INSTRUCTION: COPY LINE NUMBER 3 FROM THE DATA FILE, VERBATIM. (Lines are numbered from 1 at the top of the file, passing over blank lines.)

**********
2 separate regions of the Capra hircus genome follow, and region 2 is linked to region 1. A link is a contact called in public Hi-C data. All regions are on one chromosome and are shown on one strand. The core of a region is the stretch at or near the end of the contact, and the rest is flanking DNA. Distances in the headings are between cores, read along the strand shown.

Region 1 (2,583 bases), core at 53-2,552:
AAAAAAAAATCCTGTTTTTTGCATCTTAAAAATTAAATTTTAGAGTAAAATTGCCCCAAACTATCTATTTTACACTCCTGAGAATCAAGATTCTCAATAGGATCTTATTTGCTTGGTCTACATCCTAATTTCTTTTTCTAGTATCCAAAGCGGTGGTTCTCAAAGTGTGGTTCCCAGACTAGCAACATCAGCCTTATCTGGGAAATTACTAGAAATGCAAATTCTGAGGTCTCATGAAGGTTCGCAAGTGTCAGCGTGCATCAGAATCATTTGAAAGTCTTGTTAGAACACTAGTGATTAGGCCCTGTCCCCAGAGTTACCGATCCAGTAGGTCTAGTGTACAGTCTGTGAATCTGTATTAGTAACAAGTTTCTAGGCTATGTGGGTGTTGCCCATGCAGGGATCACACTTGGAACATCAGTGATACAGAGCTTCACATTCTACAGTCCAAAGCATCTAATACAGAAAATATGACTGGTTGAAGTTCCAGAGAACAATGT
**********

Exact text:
AAAAAAAAATCCTGTTTTTTGCATCTTAAAAATTAAATTTTAGAGTAAAATTGCCCCAAACTATCTATTTTACACTCCTGAGAATCAAGATTCTCAATAGGATCTTATTTGCTTGGTCTACATCCTAATTTCTTTTTCTAGTATCCAAAGCGGTGGTTCTCAAAGTGTGGTTCCCAGACTAGCAACATCAGCCTTATCTGGGAAATTACTAGAAATGCAAATTCTGAGGTCTCATGAAGGTTCGCAAGTGTCAGCGTGCATCAGAATCATTTGAAAGTCTTGTTAGAACACTAGTGATTAGGCCCTGTCCCCAGAGTTACCGATCCAGTAGGTCTAGTGTACAGTCTGTGAATCTGTATTAGTAACAAGTTTCTAGGCTATGTGGGTGTTGCCCATGCAGGGATCACACTTGGAACATCAGTGATACAGAGCTTCACATTCTACAGTCCAAAGCATCTAATACAGAAAATATGACTGGTTGAAGTTCCAGAGAACAATGT